Researchers have published reassuring findings that sodium-glucose cotransporter-2 (SGLT-2) inhibitors for the treatment of type 2 diabetes do not seem to increase the risk of urinary tract infections (UTIs) over other anti-diabetic medications.
“In a large cohort of patients seen in routine clinical practice, [the] risk for severe and non-severe UTI events among those initiating SGLT-2 inhibitor therapy was similar to that among patients initiating treatment with other second-line antidiabetic medications,” write Chintan Dave from Rutgers University and colleagues from Brigham and Women’s Hospital and Harvard Medical School.
Sergey Lavrentev | Shutterstock
A new class of FDA-approved diabetes treatments
SGLT-2 inhibitors are a new class of FDA-approved oral medications that are prescribed in combination with diet and exercise for the treatment of type 2 diabetes.
The kidneys usually filter glucose out of the blood and then reabsorb it back into the blood via sodium-glucose transport proteins. SGLT-2 inhibitors lower the blood glucose level by blocking these proteins and preventing the kidneys from reabsorbing glucose back into the blood.
The excess glucose is instead excreted from the body via urine. Since SGLT-2 inhibitors remove glucose from the body, they are also be beneficial to individuals looking to lower their weight.
SGLT-2 inhibitors have been approved for use as a type 2 diabetes treatment (but not for type 1 diabetes) since 2013. They are suitable for people with type 2 diabetes with a high blood glucose level that has not responded to treatments such as metformin and insulin. They should not be prescribed to individuals with kidney disease because the condition prevents these inhibitors from working properly.
The drugs, which are available as a single-ingredient medication and in combination with other antidiabetic drugs are taken once a day with food.
SGLT-2 use linked to increased risk for genital infections
SGTL-2 inhibitors have previously been shown to increase the risk for genital infections, which arise as a result of more glucose being excreted in the urine.
Dave and colleagues previously published a 2018 study in the journal Diabetes, Obesity and Metabolism showing that the use of SLGT-2 inhibitors was associated with an approximately three-fold increase in genital infections, compared with dipeptidyl peptidase-4 (DPP-4) inhibitors and glucagon-like peptide-1 receptor (GLP-1) agonists.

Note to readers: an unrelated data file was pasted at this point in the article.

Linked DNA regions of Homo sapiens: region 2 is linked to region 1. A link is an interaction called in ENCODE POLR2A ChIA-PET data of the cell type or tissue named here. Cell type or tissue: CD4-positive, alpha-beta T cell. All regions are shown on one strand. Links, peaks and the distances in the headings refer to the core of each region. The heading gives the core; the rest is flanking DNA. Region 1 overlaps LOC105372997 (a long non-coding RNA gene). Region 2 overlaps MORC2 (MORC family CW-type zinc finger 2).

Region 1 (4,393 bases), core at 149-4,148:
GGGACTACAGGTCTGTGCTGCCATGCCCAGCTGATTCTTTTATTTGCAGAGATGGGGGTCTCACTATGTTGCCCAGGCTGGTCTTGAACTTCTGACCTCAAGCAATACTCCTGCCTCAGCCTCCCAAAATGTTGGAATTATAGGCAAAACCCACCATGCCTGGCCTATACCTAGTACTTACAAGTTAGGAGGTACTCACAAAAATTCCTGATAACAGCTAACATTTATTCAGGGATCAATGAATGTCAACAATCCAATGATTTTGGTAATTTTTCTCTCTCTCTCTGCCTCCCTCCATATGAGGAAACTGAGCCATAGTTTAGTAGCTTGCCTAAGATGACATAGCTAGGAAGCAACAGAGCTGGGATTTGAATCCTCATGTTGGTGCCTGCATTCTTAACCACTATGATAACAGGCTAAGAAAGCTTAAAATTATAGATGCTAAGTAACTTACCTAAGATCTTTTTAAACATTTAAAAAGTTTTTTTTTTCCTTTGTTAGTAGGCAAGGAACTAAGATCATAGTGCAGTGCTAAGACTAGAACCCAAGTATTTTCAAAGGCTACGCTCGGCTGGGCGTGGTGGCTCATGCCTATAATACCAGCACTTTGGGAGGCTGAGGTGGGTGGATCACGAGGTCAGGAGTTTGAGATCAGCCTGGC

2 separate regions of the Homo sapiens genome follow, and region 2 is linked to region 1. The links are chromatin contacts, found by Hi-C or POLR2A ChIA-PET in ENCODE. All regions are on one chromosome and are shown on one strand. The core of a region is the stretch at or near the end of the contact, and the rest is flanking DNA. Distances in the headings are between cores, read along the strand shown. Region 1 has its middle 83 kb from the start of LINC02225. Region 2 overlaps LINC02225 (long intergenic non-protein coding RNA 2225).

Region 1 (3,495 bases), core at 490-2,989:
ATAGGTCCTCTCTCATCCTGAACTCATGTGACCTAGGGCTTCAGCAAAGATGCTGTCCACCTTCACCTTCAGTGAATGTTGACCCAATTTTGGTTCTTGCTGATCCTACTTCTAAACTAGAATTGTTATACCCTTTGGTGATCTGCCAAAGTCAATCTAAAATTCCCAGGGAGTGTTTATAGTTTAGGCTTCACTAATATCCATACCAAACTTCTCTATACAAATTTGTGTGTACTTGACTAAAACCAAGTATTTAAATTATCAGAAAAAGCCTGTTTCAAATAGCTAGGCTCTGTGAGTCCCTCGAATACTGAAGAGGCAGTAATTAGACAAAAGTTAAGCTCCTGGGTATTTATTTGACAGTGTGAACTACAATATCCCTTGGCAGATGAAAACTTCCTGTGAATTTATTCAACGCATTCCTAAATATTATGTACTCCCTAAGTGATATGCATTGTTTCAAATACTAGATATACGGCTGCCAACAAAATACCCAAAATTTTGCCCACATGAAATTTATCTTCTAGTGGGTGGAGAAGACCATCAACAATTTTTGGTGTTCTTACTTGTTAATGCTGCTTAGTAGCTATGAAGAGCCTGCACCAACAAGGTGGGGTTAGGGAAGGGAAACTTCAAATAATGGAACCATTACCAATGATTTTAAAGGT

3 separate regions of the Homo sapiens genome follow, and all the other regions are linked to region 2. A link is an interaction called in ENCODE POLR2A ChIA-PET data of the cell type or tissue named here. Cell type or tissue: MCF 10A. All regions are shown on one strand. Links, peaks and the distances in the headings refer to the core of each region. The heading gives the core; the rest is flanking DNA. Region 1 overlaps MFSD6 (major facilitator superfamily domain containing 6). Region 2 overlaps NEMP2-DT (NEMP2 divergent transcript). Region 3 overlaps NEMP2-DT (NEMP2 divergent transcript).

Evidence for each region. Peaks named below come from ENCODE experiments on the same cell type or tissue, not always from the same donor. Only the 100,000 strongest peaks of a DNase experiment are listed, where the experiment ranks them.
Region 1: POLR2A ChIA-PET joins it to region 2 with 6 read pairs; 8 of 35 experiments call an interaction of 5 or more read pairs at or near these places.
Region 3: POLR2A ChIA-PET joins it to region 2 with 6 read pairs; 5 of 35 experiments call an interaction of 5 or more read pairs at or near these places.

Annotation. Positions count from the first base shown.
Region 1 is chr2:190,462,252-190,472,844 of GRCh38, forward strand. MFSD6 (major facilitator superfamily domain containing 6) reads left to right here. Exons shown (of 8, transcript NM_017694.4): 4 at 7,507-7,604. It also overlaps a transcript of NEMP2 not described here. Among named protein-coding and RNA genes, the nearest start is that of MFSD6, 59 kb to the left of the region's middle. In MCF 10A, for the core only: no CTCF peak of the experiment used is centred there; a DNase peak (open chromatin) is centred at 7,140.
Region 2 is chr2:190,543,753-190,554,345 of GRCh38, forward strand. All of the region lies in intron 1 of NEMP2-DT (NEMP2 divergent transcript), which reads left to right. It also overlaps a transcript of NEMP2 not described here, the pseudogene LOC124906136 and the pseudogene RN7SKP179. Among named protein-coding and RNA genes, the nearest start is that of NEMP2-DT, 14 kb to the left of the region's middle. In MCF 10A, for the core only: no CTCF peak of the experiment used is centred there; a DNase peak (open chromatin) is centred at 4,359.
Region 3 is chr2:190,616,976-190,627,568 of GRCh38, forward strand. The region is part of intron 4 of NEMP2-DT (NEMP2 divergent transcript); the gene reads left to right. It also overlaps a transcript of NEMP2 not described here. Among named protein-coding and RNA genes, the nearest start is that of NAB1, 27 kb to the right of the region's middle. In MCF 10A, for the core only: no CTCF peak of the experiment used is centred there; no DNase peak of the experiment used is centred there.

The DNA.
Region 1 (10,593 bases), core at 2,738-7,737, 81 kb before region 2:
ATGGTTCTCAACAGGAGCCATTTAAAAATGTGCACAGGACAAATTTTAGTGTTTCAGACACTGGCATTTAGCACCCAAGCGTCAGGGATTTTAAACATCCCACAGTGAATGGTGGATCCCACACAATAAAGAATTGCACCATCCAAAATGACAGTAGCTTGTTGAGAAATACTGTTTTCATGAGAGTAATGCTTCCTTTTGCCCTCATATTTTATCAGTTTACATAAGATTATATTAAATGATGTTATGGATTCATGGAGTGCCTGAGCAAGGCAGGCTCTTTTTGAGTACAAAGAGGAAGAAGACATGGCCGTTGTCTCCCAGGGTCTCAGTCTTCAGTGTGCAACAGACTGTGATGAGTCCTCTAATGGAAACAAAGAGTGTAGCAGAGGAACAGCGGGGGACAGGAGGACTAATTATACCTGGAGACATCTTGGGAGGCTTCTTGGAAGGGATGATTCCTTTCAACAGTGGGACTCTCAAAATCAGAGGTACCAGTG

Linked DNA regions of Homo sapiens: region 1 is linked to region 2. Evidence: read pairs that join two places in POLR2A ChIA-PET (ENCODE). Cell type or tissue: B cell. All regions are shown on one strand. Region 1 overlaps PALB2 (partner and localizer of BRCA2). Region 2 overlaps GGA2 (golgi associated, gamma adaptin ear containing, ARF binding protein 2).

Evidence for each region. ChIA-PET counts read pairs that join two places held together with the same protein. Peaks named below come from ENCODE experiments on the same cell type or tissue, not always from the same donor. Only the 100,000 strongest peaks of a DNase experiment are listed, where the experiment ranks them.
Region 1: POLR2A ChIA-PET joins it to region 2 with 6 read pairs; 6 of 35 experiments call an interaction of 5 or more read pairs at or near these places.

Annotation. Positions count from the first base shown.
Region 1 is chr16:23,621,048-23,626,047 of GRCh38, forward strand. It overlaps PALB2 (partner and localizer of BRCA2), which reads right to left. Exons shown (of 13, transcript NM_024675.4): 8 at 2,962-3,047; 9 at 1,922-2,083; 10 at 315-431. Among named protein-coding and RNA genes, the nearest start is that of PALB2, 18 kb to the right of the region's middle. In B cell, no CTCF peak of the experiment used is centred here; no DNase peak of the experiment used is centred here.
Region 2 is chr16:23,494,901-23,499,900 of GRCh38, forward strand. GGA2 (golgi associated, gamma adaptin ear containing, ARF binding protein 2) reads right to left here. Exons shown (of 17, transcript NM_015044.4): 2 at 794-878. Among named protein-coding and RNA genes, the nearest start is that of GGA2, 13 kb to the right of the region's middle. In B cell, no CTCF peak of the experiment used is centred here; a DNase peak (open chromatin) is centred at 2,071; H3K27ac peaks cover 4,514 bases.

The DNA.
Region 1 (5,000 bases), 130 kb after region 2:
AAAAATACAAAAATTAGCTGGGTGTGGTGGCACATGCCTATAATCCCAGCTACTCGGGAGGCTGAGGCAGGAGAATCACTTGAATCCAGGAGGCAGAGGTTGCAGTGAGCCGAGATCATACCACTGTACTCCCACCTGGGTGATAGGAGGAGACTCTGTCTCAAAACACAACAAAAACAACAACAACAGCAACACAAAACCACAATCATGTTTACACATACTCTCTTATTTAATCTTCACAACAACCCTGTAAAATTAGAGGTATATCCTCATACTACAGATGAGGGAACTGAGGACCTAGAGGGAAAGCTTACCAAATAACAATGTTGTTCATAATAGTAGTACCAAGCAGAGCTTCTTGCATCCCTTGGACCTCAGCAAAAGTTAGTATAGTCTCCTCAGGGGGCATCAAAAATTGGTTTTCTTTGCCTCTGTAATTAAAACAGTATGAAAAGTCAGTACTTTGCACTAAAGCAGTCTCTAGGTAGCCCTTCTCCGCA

This effect was evident within the first month of initiating treatment and remained throughout the duration of the therapy. The genital infections tested for were candida, vaginitis or vulvovaginitis in women, and candida, balanitis, balanoposthitis, phimosis or paraphimosis in men.
The association between SGLT-2 use and UTIs is less clear
However, the association between SGLT-2 inhibitors and the risk for UTIs is less clear.
“Prior studies evaluating risk for severe urinary tract infections with sodium–glucose cotransporter-2 inhibitors have reported conflicting findings,” say Dave and colleagues.
Nevertheless, in 2015, reports of UTIs among people who use the drugs prompted the FDA to add a warning about severe UTIs to the labels of all SGLT-2 inhibitors.
Checking for any association between SGLT-2 use and UTI risk
To assess whether patients who start taking SGLT-2 inhibitors are at an increased risk for severe UTIs, Dave and team conducted a population-based, propensity-matched cohort study including 235,730 people aged (18 years or older) with type 2 diabetes who had been newly prescribed SLG2-inhibitors, DPP-4 inhibitors or GLP-1 agonists.
The data came from two large, U.S.-based databases of commercial claims, from which two cohorts were created and matched 1:1 on a propensity score.
As reported in the Annals of Internal Medicine, the researchers identified 123,752 patients in cohort 1 and 111, 978 in cohort 2.
In cohort 1, which compared people taking SGLT-2 inhibitors with those taking DDP-4 inhibitors, there was no significant differences between the groups for the incidence rate (IR) of severe UTI events.
In cohort 2, there was also no significant differences in IR between people taking SGLT-2 inhibitors and those taking GLP-1 agonists, with the researchers in fact, observing a slightly lower incidence of severe UTI events in those taking SGLT-2 inhibitors (IRs 2.15 versus 2.96 per 1000 people, per year).
The findings remained the same after sensitivity analyses accounted for factors such as age, sex, and frailty.
The implications of the study
The authors point out that currently patients who are good candidates for receiving SGLT-2 inhibitors to control their diabetes, but who have a history of recurrent UTIs, may be precluded from being prescribed these agents:
Because UTIs are highly prevalent in patients with diabetes, this could exclude a substantial number of patients from receiving an entire class of medications that has been shown to decrease risk for major cardiovascular events and death.”
Dave and colleagues suggest that other factors beyond UTI risk should be taken into account when deciding whether SGLT2- inhibitors should be prescribed to patients with diabetes.
In an accompanying editorial, Kristian Filion and Oriana Yu from McGill University said that the data provided reassuring, real-world evidence on the potential safety issue of UTI risk with SGLT-2 inhibitors.
However, they also pointed out that the study did not include people at high risk for or with a history of UTIs and that these subgroups would require investigation in the future.
The authors also note that their research was observational and therefore was subject to the usual associated limitations such as susceptibility to confounding. Another limitation was that the study only looked at people with health insurance.